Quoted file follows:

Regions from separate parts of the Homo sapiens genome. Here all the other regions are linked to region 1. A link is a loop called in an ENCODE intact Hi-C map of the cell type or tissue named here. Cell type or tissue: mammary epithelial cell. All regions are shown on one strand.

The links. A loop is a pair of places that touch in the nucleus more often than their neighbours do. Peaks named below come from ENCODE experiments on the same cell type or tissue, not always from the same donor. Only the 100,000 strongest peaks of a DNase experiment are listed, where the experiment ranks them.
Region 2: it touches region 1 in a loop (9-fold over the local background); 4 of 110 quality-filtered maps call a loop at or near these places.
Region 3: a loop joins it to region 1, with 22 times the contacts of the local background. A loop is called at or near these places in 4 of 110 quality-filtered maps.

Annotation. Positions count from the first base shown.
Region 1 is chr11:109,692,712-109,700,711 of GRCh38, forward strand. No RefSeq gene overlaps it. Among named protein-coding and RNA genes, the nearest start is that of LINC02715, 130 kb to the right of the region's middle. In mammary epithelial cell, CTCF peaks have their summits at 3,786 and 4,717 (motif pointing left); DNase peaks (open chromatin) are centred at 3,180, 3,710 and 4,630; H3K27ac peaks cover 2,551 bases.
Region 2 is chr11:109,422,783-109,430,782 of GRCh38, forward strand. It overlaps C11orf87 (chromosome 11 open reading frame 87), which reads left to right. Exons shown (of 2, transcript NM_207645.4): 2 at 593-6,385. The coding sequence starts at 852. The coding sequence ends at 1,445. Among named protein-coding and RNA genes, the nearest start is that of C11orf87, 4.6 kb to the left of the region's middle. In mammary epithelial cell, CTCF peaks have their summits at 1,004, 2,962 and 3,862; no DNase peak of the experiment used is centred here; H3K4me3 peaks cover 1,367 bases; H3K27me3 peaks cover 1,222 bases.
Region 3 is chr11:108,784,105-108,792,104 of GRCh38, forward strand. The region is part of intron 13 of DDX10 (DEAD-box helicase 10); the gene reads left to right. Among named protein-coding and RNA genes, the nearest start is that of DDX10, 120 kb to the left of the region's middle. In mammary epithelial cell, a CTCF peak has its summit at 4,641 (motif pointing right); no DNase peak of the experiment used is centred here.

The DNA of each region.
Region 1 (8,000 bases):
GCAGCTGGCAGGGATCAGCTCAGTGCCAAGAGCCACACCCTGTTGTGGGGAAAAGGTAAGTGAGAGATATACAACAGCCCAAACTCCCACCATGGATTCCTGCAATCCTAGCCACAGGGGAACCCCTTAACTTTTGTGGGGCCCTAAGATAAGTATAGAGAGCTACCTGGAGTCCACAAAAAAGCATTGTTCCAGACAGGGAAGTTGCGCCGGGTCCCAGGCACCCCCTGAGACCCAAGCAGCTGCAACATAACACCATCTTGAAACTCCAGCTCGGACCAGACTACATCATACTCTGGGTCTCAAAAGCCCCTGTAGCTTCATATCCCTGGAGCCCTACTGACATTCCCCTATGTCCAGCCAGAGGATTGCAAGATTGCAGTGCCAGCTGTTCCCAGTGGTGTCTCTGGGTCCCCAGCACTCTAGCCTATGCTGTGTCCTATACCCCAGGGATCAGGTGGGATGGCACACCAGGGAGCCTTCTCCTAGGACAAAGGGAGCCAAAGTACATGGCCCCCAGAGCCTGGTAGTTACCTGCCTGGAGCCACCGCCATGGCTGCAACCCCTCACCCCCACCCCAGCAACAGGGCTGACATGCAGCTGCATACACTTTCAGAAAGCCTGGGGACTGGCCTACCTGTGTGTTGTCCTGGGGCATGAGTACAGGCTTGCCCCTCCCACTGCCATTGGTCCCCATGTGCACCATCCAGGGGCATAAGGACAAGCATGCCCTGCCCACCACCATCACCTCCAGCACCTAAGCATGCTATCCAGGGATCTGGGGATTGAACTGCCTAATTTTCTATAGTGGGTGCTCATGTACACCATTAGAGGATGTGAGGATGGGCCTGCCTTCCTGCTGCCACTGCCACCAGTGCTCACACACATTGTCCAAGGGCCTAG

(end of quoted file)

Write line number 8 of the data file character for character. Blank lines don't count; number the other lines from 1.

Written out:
Region 3 is chr11:108,784,105-108,792,104 of GRCh38, forward strand. The region is part of intron 13 of DDX10 (DEAD-box helicase 10); the gene reads left to right. Among named protein-coding and RNA genes, the nearest start is that of DDX10, 120 kb to the left of the region's middle. In mammary epithelial cell, a CTCF peak has its summit at 4,641 (motif pointing right); no DNase peak of the experiment used is centred here.